Eucharist Matters: Hosts from the Tabernacle at Mass
This article by Diana Macalintal first appeared in The Valley Catholic, March 2009 issue.
Six years ago, Bishop Patrick J. McGrath, asked our diocese to examine its Communion practices at Mass. He asked parishes to ensure that:
- Communion from the cup be made available to all the faithful at every Sunday and feast day Mass;
- hosts from the tabernacle are not used at Mass—that is, except in cases of dire need, the Eucharistic bread that is shared by the faithful will be the same Eucharistic bread that is consecrated at that Mass; and
- the assembly take a unified posture during the Eucharistic Prayer as well as remain standing and singing during the Communion procession.
Over the years, there has been significant improvement throughout the diocese in these norms, which have been directives of the Church since 1969. Because of the good work of ordained and lay ministers charged with preparing the Mass and the efforts of the faithful, almost all of our parishes now offer the Precious Blood at all Sunday and feast day Masses and a majority of assemblies remain standing throughout Communion. This has resulted in a deepened understanding of the sacrificial and communal aspects of Communion.
Over the next year, we will examine these norms and other elements of the Mass. We begin with the second norm—avoiding distributing hosts from the tabernacle at Mass.
What’s the difference?
Now, aren’t the hosts in the tabernacle the same Body of Christ as those received from the altar? Yes. Consecrated hosts not consumed at Mass are reserved in the tabernacle.
So why make a fuss? Because the difference is not in the consecrated elements but in the action that happens before we share those elements.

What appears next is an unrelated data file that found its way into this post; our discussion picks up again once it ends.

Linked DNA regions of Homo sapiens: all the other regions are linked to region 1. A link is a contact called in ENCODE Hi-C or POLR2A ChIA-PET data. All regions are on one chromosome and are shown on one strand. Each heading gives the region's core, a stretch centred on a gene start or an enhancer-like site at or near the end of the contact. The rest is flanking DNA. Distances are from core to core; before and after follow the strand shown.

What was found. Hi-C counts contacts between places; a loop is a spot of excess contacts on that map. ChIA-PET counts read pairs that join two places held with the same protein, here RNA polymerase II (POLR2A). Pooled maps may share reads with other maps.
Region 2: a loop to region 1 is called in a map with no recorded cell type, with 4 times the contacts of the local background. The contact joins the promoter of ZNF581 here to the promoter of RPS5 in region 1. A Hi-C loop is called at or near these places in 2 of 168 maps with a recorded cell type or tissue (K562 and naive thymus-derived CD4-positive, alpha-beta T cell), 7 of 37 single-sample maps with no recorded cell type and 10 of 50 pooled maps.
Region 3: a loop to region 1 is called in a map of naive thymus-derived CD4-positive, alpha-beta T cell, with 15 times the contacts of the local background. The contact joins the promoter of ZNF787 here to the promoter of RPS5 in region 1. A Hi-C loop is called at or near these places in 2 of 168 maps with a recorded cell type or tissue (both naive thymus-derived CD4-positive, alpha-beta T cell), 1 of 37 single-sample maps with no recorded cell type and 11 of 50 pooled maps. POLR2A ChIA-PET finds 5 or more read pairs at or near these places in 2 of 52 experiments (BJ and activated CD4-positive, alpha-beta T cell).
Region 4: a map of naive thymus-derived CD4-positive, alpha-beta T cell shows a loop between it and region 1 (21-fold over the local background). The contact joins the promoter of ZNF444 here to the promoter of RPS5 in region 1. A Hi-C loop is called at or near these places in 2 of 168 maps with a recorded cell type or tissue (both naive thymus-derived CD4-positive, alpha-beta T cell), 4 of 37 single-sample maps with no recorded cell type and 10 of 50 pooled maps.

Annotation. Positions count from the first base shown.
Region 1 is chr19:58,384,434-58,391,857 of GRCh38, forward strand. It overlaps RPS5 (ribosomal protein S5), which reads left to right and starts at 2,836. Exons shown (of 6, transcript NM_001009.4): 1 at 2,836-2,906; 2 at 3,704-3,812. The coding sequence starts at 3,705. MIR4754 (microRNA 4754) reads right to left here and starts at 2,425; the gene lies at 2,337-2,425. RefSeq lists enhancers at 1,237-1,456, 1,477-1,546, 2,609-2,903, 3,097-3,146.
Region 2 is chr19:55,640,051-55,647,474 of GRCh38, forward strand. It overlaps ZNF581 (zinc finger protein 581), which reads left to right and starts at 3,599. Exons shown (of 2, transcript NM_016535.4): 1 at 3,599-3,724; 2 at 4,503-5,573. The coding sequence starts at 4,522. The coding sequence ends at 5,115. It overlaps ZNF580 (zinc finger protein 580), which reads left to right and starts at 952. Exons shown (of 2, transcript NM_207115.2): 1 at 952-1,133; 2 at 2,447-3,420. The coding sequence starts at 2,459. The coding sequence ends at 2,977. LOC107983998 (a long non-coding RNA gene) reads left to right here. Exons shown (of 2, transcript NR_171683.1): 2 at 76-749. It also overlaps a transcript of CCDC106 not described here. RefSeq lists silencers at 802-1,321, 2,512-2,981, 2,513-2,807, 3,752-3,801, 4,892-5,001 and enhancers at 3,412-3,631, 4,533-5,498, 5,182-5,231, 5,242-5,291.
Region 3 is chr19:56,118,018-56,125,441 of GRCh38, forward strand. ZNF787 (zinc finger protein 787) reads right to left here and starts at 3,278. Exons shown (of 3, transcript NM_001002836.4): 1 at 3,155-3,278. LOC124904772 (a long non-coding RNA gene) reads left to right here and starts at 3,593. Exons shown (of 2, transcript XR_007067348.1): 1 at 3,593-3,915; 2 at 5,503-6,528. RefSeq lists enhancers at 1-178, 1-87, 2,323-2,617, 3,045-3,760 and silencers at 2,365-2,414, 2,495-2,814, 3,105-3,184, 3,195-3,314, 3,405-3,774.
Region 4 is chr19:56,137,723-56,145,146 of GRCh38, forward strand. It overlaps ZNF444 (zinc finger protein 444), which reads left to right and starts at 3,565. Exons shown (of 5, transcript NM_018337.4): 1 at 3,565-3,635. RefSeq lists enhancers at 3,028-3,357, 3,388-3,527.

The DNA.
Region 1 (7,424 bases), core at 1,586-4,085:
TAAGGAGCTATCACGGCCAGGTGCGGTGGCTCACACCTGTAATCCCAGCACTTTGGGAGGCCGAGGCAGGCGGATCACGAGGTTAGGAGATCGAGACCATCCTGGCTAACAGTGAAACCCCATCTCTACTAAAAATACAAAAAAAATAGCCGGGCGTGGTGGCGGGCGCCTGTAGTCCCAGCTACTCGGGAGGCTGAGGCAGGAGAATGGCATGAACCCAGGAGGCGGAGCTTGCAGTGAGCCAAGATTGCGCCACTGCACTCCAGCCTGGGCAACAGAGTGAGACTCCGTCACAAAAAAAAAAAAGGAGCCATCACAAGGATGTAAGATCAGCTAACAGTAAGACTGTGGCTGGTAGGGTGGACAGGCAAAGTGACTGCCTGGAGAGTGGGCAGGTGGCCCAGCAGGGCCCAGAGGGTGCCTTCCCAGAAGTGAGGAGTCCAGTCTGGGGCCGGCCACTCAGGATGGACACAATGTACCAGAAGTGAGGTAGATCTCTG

The Mass is made up of the Liturgy of the Word, in which we hear the Scriptures and respond to them through the homily and intercessions, and the Liturgy of the Eucharist. This second section is not simply when we share Communion. First, we must bring to the altar the bread and wine to be consecrated and our offering for the poor. In this simple presentation of gifts, we see one way the Eucharist is a sacrifice. We imitate Jesus, who gave his very life for others, by giving ourselves through the sacrifice of the earth and the work of our hands, that formed wheat into bread, grape into wine, and labor into care for those in need.
Sacrifice of praise
Next we unite with the priest who speaks the Eucharistic Prayer in the name of the community. The General Instruction of the Roman Missal (GIRM), the document that directs the Mass, says that the “meaning of the Prayer is that the entire congregation of the faithful should join itself with Christ in confessing the great deeds of God and in the offering of Sacrifice” (78).
The culmination of Christ’s sacrifice of praise is our sharing in his Body and Blood. Thus, in the same way that Christ’s sacrifice of his very body is preceded by a life lived as an offering of praise to the Father, so too do we precede Communion with the sacrifice of our lives and our offering of praise to God. Through the Eucharistic Prayer, the bread and wine we place on the altar is intimately connected to the Body and Blood of Christ we receive from that same altar. This is why GIRM, 85, says, “[i]t is most desirable that the faithful, just as the priest himself is bound to do, receive the Lord's Body from hosts consecrated at the same Mass…so that even by means of the signs Communion will stand out more clearly as a participation in the sacrifice actually being celebrated.”
When we distribute hosts from the tabernacle at Mass, we devalue our participation in Christ’s sacrifice of praise to the Father and sever the sacrificial connection between the offering of our lives and Christ’s salvific offering of his. This connection is the heart of the Eucharist; it is what distinguishes Mass from a Communion service. This is why our Bishop has asked that hosts from the tabernacle should be used only for Communion to the sick outside of Mass and for the distribution of Holy Communion outside of Mass.